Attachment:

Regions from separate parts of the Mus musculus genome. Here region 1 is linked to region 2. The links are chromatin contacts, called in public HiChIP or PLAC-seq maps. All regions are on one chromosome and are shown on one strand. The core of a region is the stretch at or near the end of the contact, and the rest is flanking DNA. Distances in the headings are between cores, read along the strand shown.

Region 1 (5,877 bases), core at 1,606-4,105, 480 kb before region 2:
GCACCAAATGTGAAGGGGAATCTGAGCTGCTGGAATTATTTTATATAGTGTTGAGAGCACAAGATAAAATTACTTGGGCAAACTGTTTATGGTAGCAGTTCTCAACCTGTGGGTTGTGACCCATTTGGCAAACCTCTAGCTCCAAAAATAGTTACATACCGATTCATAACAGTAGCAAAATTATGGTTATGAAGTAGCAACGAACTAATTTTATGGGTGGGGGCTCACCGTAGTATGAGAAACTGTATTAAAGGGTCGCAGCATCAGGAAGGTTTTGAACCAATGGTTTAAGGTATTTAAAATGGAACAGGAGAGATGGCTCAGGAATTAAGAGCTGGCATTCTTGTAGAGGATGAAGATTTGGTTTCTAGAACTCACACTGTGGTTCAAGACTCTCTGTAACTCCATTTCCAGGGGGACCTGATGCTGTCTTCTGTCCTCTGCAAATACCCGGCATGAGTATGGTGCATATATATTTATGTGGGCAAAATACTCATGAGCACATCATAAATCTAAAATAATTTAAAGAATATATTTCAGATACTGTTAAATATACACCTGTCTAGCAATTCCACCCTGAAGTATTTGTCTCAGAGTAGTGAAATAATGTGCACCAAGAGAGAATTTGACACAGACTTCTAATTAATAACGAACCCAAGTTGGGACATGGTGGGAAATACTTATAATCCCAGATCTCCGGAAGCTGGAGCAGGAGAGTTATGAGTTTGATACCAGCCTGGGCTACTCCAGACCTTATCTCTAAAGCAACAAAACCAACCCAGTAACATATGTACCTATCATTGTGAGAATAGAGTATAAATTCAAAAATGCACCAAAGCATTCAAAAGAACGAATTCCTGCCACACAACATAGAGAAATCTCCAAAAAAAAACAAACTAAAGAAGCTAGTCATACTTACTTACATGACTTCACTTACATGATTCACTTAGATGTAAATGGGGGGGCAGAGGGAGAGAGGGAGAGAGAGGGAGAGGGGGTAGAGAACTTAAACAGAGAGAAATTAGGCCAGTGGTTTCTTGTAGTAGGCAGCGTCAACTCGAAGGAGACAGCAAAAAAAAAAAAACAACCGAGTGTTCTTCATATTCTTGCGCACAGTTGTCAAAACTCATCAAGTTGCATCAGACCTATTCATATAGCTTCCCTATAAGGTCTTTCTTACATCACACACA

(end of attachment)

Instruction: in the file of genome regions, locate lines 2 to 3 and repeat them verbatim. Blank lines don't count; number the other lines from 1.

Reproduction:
Region 1 (5,877 bases), core at 1,606-4,105, 480 kb before region 2:
GCACCAAATGTGAAGGGGAATCTGAGCTGCTGGAATTATTTTATATAGTGTTGAGAGCACAAGATAAAATTACTTGGGCAAACTGTTTATGGTAGCAGTTCTCAACCTGTGGGTTGTGACCCATTTGGCAAACCTCTAGCTCCAAAAATAGTTACATACCGATTCATAACAGTAGCAAAATTATGGTTATGAAGTAGCAACGAACTAATTTTATGGGTGGGGGCTCACCGTAGTATGAGAAACTGTATTAAAGGGTCGCAGCATCAGGAAGGTTTTGAACCAATGGTTTAAGGTATTTAAAATGGAACAGGAGAGATGGCTCAGGAATTAAGAGCTGGCATTCTTGTAGAGGATGAAGATTTGGTTTCTAGAACTCACACTGTGGTTCAAGACTCTCTGTAACTCCATTTCCAGGGGGACCTGATGCTGTCTTCTGTCCTCTGCAAATACCCGGCATGAGTATGGTGCATATATATTTATGTGGGCAAAATACTCATGAGCACATCATAAATCTAAAATAATTTAAAGAATATATTTCAGATACTGTTAAATATACACCTGTCTAGCAATTCCACCCTGAAGTATTTGTCTCAGAGTAGTGAAATAATGTGCACCAAGAGAGAATTTGACACAGACTTCTAATTAATAACGAACCCAAGTTGGGACATGGTGGGAAATACTTATAATCCCAGATCTCCGGAAGCTGGAGCAGGAGAGTTATGAGTTTGATACCAGCCTGGGCTACTCCAGACCTTATCTCTAAAGCAACAAAACCAACCCAGTAACATATGTACCTATCATTGTGAGAATAGAGTATAAATTCAAAAATGCACCAAAGCATTCAAAAGAACGAATTCCTGCCACACAACATAGAGAAATCTCCAAAAAAAAACAAACTAAAGAAGCTAGTCATACTTACTTACATGACTTCACTTACATGATTCACTTAGATGTAAATGGGGGGGCAGAGGGAGAGAGGGAGAGAGAGGGAGAGGGGGTAGAGAACTTAAACAGAGAGAAATTAGGCCAGTGGTTTCTTGTAGTAGGCAGCGTCAACTCGAAGGAGACAGCAAAAAAAAAAAAACAACCGAGTGTTCTTCATATTCTTGCGCACAGTTGTCAAAACTCATCAAGTTGCATCAGACCTATTCATATAGCTTCCCTATAAGGTCTTTCTTACATCACACACA